Dispatches from the Creation Wars

The Unconstitutionality of Forced Service

I agree completely with Ilya Somin’s series of posts on compulsory national service plans, which seem to be proposed by candidates in every Presidential election cycle, and the military draft. As Somin notes, calls for such programs come from all sides of the political spectrum, including Charles Rangel, Rahm Emanuel, John McCain and William F. Buckley. A long excerpt below the fold:

Be that as it may, there is a deeper moral issue here: mandatory national service is not just an inefficient policy proposal, it is forced labor. And forced labor on a massive scale. Most proposals would require millions of young people to do compelled work at the behest of the government for one to two years each. Even in the unlikely event that mandatory national service could be shown to provide benefits that outweigh its costs, it would still be morally repulsive. It would still strike at the heart of the liberal idea that each person owns his or her own body, and cannot justly be compelled to work for others merely because it might be convenient to do so. Short of outright slavery or the murder of innocent people, it is hard to think of anything that violates individual liberty more clearly than forced labor.

The rhetoric of “national service” obscures the true nature of the idea, perhaps intentionally. It suggests that forced labor at the orders of the government (“national service”) is somehow morally different from forced labor at the behest of other private individuals. But there is no intrinsic moral difference between the two. Yes, forced labor for the government might benefit the nation (though that result is by no means guaranteed). But so could forced labor for a private enterprise. Indeed, even outright slavery was regularly defended on the grounds that the labor of slaves produced valuable benefits to society as a whole.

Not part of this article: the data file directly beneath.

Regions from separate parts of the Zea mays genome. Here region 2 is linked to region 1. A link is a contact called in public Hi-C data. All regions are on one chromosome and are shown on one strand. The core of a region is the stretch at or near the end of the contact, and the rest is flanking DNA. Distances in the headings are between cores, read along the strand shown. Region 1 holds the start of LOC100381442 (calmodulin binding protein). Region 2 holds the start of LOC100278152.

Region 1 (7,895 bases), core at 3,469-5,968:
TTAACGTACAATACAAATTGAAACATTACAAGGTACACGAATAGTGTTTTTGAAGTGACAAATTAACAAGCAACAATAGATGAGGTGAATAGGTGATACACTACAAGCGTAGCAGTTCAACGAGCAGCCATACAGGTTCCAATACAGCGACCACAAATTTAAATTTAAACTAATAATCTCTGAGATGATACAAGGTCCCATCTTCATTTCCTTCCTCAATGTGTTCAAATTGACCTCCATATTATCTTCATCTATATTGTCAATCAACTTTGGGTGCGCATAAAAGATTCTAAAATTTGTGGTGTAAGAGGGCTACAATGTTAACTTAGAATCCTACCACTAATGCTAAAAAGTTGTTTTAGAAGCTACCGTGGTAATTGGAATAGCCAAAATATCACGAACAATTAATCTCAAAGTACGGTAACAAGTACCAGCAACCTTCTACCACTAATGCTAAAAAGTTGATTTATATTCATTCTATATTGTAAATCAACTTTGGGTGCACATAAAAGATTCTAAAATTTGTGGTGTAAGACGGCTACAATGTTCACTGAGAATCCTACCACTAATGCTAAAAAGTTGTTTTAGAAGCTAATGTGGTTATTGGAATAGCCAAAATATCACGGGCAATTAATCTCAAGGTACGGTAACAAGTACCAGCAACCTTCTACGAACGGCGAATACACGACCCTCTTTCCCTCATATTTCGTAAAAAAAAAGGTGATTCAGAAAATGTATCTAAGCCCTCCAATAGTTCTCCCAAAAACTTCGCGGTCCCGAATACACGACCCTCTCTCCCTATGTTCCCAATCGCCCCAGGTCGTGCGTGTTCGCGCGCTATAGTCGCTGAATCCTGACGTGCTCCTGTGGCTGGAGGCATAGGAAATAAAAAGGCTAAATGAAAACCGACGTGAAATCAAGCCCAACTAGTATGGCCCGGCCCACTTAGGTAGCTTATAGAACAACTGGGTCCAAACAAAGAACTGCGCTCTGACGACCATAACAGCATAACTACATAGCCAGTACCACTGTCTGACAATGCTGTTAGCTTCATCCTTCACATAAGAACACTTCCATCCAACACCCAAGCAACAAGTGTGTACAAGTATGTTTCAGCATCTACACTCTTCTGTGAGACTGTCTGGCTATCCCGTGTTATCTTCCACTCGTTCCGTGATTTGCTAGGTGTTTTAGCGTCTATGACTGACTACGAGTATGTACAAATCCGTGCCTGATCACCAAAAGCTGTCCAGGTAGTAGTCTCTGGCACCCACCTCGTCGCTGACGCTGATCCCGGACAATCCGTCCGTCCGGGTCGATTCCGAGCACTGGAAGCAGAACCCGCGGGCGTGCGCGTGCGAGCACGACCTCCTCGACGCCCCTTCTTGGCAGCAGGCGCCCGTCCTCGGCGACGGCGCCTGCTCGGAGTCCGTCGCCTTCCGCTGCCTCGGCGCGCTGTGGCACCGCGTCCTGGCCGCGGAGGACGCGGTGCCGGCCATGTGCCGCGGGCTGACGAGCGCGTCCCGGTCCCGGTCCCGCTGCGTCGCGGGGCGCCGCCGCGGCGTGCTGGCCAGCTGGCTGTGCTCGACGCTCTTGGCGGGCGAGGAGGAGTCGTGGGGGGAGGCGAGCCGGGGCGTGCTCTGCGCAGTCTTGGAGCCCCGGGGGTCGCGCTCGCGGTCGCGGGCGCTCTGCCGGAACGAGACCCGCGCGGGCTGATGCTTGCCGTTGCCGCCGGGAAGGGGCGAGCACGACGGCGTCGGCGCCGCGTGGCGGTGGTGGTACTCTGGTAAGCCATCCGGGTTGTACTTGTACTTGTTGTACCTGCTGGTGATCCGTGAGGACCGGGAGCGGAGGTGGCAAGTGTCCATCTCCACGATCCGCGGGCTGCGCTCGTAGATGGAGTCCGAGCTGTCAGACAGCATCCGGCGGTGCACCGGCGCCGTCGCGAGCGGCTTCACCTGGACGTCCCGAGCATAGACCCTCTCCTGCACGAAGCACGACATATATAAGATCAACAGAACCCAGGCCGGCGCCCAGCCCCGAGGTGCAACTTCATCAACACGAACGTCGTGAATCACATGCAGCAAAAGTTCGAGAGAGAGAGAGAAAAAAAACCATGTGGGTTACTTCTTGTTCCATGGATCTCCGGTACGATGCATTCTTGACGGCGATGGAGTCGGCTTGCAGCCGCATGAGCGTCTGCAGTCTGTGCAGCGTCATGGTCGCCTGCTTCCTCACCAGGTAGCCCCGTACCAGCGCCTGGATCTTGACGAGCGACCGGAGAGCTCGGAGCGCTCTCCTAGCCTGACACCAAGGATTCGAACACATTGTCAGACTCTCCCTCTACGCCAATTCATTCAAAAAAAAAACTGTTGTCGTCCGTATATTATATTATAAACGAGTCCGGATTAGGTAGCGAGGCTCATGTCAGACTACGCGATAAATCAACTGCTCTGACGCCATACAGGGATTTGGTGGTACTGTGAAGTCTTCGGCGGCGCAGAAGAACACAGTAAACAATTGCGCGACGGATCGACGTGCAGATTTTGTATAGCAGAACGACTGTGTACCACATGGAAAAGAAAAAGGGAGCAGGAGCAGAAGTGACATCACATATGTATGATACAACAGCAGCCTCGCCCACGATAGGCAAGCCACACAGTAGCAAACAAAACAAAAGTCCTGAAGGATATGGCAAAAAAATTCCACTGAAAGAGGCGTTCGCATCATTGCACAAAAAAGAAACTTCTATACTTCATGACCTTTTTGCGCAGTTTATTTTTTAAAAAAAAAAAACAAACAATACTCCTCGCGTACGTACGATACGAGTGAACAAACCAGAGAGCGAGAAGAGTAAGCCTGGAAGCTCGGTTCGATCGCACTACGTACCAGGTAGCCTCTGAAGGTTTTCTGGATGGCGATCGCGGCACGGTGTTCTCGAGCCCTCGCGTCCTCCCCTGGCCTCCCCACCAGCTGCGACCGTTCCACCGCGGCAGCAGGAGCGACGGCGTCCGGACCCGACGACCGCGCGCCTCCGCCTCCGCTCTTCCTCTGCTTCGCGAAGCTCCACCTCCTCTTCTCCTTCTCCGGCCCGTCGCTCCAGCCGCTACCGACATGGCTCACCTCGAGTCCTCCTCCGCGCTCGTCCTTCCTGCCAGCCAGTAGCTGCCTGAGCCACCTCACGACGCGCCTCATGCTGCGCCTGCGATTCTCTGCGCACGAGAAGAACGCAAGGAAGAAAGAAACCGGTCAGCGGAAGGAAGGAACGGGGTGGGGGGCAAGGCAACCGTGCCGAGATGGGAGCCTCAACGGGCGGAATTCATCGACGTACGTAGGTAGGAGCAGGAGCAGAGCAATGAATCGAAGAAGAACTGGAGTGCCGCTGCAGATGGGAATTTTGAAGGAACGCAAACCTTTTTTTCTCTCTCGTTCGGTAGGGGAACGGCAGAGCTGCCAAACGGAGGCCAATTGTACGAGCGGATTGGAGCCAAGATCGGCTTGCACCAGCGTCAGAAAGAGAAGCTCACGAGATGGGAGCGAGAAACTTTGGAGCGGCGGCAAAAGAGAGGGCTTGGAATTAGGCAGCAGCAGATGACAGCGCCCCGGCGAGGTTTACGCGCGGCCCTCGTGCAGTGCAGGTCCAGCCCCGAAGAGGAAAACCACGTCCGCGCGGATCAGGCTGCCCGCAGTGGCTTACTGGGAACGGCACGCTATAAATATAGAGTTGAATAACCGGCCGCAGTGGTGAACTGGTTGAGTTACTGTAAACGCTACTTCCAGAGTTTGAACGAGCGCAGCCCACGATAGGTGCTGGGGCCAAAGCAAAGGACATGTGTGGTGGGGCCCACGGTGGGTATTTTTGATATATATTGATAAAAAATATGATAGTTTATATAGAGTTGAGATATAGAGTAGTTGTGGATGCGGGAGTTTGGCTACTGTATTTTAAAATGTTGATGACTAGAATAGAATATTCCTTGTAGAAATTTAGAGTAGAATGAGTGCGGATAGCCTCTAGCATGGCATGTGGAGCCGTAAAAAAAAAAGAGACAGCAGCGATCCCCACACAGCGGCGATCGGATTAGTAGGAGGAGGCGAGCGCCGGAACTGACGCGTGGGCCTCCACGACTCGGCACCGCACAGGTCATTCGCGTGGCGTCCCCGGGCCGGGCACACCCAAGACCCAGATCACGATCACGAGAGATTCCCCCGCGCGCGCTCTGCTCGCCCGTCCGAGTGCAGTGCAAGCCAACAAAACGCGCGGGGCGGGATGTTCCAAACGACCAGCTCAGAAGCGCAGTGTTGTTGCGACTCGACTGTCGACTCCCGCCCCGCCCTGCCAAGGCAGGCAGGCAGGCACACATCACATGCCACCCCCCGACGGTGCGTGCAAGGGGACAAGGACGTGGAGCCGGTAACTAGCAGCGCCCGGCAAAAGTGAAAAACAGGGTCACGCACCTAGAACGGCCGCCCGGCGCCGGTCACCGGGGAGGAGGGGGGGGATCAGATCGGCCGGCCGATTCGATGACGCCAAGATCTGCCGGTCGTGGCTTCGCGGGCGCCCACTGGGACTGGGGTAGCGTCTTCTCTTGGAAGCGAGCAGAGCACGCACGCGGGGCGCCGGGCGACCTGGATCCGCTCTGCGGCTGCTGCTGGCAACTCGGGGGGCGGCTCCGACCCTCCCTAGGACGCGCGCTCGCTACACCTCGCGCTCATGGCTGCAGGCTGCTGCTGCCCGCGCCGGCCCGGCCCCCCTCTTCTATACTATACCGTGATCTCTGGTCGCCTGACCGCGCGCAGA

And yes, the same thing applies to a military draft. The Supreme Court has upheld the government’s authority to require military service (Arver v United States in 1918) despite the clear language of the 13th amendment forbidding involuntary servitude, but as Somin points out, it did so in one of the most weakly reasoned rulings the Court has ever handed down:

The main judicial precedent going against my view is the Supreme Court’s 1918 decision in Arver v. United States, which upheld the constitutionality of the military draft. In my view, however, the plain text of the Constitution trumps any judicial decision, even though lower courts have little choice but to obey flawed Supreme Court precedents. Moreover, Arver’s analysis of the Thirteenth Amendment issue is extraordinarily weak. Here’s all the Court had to say on the subject:

Finally, as we are unable to conceive upon what theory the exaction by government from the citizen of the performance of his supreme and noble duty of contributing to the defense of the rights and honor of the nation as the result of a war declared by the great representative body of the people can be said to be the imposition of involuntary servitude in violation of the prohibitions of the Thirteenth Amendment, we are constrained to the conclusion that the contention to that effect is refuted by its mere statement.

There is no real argument here, just a bald, unsupported assumption that the Court’s view is obviously right. In my view, it is the claim that forced labor is not “involuntary servitude” merely because it serves a “supreme and noble duty” that is “refuted by its mere statement.” The fact that forced labor may help achieve important objectives does not make it any less involuntary. And the Thirteenth Amendment includes no exception permitting involuntary servitude so long as, in the opinion of the Court, it discharges a “supreme and noble duty.” Arver’s non-analysis of the Thirteenth Amendment is an embarrassment to legal reasoning and should be overruled as soon as the issue arises again. Since we don’t currently have a draft or a mandatory national service program, and have not for almost 35 years, there is no serious argument for retaining this flawed precedent because of longstanding reliance interests or for the sake of “stability.” In any event, I’m not sure even a very great reliance interest should be enough to set aside so vital an individual right as freedom from forced labor.

I agree. No one who calls for a draft or any sort of compulsory national service plan has any chance of getting my vote for any office.